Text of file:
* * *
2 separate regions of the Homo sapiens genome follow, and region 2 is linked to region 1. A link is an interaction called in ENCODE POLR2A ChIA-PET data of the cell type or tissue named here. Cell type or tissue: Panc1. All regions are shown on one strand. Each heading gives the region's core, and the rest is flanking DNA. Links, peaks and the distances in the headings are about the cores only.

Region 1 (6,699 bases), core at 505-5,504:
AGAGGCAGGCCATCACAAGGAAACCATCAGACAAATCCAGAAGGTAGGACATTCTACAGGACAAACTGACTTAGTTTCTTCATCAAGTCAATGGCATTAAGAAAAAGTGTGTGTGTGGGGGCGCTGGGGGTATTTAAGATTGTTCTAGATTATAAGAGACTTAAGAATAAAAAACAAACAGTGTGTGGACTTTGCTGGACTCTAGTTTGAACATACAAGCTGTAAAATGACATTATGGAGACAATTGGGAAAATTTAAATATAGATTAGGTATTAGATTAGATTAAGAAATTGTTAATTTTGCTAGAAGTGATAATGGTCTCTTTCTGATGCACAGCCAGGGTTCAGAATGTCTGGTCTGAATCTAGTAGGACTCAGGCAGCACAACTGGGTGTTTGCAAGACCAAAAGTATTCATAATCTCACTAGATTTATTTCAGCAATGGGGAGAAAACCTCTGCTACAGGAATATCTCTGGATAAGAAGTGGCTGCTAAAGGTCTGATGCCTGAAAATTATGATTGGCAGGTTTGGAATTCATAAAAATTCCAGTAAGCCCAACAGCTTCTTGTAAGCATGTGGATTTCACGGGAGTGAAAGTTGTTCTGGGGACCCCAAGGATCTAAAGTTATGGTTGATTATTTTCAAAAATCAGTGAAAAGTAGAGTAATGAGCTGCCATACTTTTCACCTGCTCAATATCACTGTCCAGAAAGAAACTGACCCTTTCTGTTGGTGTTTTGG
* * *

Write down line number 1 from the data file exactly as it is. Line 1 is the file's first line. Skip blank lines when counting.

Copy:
2 separate regions of the Homo sapiens genome follow, and region 2 is linked to region 1. A link is an interaction called in ENCODE POLR2A ChIA-PET data of the cell type or tissue named here. Cell type or tissue: Panc1. All regions are shown on one strand. Each heading gives the region's core, and the rest is flanking DNA. Links, peaks and the distances in the headings are about the cores only.